There are many causes of cavities and gum problems. One of them is an autoimmune disease known as Crohn's disease. This chronic inflammatory condition principally targets the intestines but can trigger problems in other parts of the body, such as the mouth, where it causes tooth cavities. Oral treatments may not be enough to prevent decay and damage, so increasingly, people are turning to dental implants.
Approximately half a million people in the United States have Crohn's disease. It can develop in people of any age but typically starts between the ages of 20 and 29.
Crohn's disease is an inflammatory bowel condition where parts of the digestive system become inflamed and lasts a lifetime. This sometimes painful and debilitating disease can involve different areas of the digestive tract, although most commonly, the small intestine is affected. Symptoms include weight loss, tiredness, stomach aches, cramps and diarrhea. The exact cause of the disease is unknown, but it's thought that several factors come into play, such as genes, smoking, a previous stomach bug and an abnormal balance of gut bacteria.
Although this condition primarily affects the digestive tract, it can also cause problems for the eyes, joints, skin and mouth.
Crohn's disease causes several problems in the mouth, primarily due to diarrhea. Here´s how.
The inflamed intestinal lining produces excess salt and water in the bowel, which leads to diarrhea. Passing looser and more frequent stools than normal leads to dehydration, which in turn causes dry mouth. And that's just the beginning of the oral problems. Having a dry mouth can lead to acid damage to the teeth, gums and bone, which in turn causes cavities. These are permanently damaged areas of the hard surface of teeth that can lead to infected, painful, discolored and broken teeth.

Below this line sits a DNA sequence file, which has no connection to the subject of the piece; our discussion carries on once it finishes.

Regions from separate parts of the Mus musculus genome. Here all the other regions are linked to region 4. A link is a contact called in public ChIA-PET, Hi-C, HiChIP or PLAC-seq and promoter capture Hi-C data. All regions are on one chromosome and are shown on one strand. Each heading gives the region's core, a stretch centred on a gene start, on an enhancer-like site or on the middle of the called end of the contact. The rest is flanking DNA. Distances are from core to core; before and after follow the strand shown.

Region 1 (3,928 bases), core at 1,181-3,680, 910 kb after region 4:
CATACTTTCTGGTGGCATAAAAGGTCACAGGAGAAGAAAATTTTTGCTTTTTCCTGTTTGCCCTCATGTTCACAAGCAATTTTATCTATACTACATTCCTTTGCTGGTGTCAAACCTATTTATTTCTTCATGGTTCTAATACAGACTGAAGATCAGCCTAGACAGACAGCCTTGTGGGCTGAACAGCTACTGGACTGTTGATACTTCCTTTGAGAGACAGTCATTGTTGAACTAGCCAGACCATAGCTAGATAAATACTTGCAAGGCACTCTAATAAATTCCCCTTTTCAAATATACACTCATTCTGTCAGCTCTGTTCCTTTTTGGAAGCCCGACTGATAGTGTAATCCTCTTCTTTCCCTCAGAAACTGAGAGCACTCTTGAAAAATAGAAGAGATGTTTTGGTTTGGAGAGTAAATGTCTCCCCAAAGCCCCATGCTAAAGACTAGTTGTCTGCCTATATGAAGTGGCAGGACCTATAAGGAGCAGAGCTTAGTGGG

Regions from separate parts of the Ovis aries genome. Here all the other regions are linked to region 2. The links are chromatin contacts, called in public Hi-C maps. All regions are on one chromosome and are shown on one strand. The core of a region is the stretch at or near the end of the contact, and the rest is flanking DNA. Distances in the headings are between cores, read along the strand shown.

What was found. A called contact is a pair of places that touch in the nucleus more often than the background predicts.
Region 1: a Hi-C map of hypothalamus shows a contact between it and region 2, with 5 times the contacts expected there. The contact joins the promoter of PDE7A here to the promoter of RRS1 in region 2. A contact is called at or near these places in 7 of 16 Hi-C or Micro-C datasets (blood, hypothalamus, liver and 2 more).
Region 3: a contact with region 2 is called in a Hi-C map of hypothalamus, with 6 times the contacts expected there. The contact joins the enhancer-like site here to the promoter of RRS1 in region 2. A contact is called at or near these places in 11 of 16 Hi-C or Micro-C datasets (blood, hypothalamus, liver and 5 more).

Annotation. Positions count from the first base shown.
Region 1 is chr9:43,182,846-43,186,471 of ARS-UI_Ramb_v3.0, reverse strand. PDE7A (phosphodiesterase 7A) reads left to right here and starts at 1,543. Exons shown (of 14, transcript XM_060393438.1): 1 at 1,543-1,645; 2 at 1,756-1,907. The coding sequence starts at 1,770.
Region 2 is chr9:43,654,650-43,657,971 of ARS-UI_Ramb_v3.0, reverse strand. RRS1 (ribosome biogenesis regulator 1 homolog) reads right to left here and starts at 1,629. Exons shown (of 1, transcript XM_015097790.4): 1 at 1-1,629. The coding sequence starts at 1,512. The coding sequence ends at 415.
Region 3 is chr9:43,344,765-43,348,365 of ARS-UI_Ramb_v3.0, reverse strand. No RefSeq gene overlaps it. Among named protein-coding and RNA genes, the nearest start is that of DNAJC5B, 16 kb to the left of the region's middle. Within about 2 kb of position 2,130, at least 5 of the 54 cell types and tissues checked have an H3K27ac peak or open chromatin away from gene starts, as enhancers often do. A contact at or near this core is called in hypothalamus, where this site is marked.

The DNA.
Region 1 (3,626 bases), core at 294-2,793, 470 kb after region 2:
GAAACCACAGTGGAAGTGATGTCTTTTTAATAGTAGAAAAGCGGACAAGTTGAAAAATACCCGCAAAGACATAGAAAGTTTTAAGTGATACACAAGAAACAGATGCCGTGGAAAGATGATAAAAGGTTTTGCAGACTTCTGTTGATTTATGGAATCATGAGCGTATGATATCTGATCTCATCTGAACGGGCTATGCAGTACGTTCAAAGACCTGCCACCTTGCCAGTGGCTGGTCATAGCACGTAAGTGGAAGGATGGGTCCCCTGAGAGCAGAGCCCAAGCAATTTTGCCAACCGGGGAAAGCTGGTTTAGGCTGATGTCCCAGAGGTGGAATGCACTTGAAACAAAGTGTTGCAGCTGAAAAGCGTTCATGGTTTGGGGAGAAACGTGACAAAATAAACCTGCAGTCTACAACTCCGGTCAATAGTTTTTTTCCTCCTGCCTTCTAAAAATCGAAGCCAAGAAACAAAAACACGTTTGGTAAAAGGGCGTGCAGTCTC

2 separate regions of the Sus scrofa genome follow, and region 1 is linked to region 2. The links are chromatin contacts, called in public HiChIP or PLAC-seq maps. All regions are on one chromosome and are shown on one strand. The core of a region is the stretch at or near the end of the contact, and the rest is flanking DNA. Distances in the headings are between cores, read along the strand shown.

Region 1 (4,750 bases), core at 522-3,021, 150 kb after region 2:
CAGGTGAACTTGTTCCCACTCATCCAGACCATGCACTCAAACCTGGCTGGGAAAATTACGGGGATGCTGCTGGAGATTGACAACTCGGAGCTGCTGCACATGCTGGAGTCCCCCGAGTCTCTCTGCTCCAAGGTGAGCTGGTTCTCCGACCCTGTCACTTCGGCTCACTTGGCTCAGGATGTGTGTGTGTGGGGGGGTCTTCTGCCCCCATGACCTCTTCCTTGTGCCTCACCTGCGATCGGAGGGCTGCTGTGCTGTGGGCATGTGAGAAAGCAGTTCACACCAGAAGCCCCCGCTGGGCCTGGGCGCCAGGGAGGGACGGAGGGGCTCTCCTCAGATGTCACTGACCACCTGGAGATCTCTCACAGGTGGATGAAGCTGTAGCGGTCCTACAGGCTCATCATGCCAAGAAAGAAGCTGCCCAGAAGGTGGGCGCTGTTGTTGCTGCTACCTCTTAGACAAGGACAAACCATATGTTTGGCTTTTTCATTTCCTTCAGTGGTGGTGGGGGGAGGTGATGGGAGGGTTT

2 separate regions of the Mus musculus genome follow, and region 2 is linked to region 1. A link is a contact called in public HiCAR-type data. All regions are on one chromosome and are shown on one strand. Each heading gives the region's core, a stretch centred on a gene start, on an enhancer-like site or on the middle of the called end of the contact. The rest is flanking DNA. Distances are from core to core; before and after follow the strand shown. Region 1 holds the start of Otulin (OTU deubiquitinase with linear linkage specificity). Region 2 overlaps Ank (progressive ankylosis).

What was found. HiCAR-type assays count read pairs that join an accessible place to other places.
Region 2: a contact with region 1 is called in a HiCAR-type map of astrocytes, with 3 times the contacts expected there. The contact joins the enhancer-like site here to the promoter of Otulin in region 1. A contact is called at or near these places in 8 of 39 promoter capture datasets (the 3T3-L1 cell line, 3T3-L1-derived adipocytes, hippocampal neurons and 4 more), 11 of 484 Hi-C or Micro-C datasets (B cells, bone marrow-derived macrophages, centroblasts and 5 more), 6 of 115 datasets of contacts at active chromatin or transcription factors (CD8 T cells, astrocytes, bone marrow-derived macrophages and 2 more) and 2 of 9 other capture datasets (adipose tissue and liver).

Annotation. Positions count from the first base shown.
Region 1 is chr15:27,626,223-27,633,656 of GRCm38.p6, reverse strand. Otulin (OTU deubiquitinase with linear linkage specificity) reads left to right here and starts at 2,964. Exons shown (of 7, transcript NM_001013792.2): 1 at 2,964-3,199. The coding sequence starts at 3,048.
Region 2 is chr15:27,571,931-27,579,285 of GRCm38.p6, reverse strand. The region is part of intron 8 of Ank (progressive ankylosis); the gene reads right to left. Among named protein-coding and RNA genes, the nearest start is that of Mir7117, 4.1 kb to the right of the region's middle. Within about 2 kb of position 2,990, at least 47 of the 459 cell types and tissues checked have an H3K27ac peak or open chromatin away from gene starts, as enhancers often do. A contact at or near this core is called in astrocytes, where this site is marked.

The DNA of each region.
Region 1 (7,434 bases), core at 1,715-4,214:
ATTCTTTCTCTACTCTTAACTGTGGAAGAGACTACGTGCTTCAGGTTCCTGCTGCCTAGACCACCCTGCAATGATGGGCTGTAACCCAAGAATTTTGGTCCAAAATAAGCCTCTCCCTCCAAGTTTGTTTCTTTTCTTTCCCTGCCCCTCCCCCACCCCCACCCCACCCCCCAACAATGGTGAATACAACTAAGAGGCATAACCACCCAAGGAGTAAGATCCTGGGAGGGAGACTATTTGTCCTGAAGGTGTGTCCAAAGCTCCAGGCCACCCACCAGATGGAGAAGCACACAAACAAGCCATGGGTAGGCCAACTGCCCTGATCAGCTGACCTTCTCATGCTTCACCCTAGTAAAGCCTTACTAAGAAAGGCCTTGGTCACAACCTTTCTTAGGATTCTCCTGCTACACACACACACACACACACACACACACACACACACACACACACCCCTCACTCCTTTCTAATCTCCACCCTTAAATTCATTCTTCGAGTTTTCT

Crohn's disease also causes mouth ulcers known as canker sores that develop around the base of the gum. Researchers estimate that around 20 to 50 percent of people with Crohn's disease develop mouth ulcers at some point. The cause may be inflammation linked to the disease, side effects of medications used to treat it or mineral and vitamin deficiencies.
Other oral symptoms of Crohn's disease include:
Treatments for Crohn's disease include medicines to reduce digestive tract inflammation, medications to stop the inflammation from returning, and surgery to remove a small part of the digestive system. If you have oral cavities due to the condition, improved cleaning will not rectify the situation, although it may stop them from deteriorating. The best solution, in this case, is to have dental implant surgery.
Having Crohn’s disease does not prevent you from having dental implants to replace your broken, damaged or missing teeth, provided your gums and jawbone are healthy enough to receive the implants. During an initial consultation with your dental implant surgeon, they will examine your mouth and discuss your oral hygiene to determine the best way forward and whether there is anything that could affect the success of the implants.
While your natural teeth may suffer damage over time, dental implants can't get cavities. They look and feel like natural teeth and are designed to blend into your smile seamlessly. But unlike real teeth, they´re not made of natural materials, so they cannot decay. Therefore no matter the severity of your condition, your implants will remain unaffected.
Most dental implants on the market today are made from titanium. This is a naturally occurring metal with special properties that allow the jawbone to grow around the implant and connect to it.
Zirconia is another biocompatible material used to make dental implants. Zirconium implants are the preferred option if someone has an allergic reaction to titanium. Dental implants can also be made from a combination of zirconia and titanium.
While the implants will last and remain unaffected, it is important to look after your gums, regularly clean around the dental implant site or sites, and ensure you eat a nutritious diet with plenty of vitamins and minerals. That's because one other complication of Crohn's disease is gum inflammation which can adversely affect the tissue around the implant.
If you have Crohn's disease, you don't have to suffer from cavities. Dental implants are a simple, effective and long-lasting solution. Unlike other tooth replacement options, they don't have to be repaired or periodically replaced. They are designed to last the rest of your life.
If you have any questions about dental implants and Crohn's disease or want to schedule an appointment, please get in touch today! Contact us at (314) 936 3621 or make a booking online. We will fully explain the dental implant process and how you can have cavity-free teeth even if you have Crohn's disease.